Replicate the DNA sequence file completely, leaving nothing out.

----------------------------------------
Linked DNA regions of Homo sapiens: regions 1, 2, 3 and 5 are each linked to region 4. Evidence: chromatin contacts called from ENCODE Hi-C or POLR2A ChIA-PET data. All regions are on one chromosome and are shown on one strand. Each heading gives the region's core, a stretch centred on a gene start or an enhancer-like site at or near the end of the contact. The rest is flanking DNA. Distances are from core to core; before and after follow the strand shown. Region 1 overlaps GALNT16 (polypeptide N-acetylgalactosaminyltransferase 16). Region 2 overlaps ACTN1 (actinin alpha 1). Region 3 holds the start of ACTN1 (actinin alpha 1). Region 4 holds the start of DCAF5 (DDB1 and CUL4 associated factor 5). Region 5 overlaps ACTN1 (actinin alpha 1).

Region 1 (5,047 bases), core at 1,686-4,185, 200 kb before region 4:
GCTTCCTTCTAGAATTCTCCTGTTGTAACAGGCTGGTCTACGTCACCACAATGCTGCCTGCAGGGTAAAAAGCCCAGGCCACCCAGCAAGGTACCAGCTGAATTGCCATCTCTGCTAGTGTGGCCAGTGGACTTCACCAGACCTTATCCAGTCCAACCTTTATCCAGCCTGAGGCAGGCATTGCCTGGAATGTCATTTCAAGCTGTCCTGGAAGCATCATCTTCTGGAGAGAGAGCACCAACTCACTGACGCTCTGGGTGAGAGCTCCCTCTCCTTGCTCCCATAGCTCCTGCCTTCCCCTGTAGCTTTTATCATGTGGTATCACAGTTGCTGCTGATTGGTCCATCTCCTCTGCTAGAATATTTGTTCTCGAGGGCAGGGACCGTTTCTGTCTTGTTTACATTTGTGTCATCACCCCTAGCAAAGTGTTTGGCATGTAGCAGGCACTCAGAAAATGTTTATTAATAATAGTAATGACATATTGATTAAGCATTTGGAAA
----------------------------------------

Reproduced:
Linked DNA regions of Homo sapiens: regions 1, 2, 3 and 5 are each linked to region 4. Evidence: chromatin contacts called from ENCODE Hi-C or POLR2A ChIA-PET data. All regions are on one chromosome and are shown on one strand. Each heading gives the region's core, a stretch centred on a gene start or an enhancer-like site at or near the end of the contact. The rest is flanking DNA. Distances are from core to core; before and after follow the strand shown. Region 1 overlaps GALNT16 (polypeptide N-acetylgalactosaminyltransferase 16). Region 2 overlaps ACTN1 (actinin alpha 1). Region 3 holds the start of ACTN1 (actinin alpha 1). Region 4 holds the start of DCAF5 (DDB1 and CUL4 associated factor 5). Region 5 overlaps ACTN1 (actinin alpha 1).

Region 1 (5,047 bases), core at 1,686-4,185, 200 kb before region 4:
GCTTCCTTCTAGAATTCTCCTGTTGTAACAGGCTGGTCTACGTCACCACAATGCTGCCTGCAGGGTAAAAAGCCCAGGCCACCCAGCAAGGTACCAGCTGAATTGCCATCTCTGCTAGTGTGGCCAGTGGACTTCACCAGACCTTATCCAGTCCAACCTTTATCCAGCCTGAGGCAGGCATTGCCTGGAATGTCATTTCAAGCTGTCCTGGAAGCATCATCTTCTGGAGAGAGAGCACCAACTCACTGACGCTCTGGGTGAGAGCTCCCTCTCCTTGCTCCCATAGCTCCTGCCTTCCCCTGTAGCTTTTATCATGTGGTATCACAGTTGCTGCTGATTGGTCCATCTCCTCTGCTAGAATATTTGTTCTCGAGGGCAGGGACCGTTTCTGTCTTGTTTACATTTGTGTCATCACCCCTAGCAAAGTGTTTGGCATGTAGCAGGCACTCAGAAAATGTTTATTAATAATAGTAATGACATATTGATTAAGCATTTGGAAA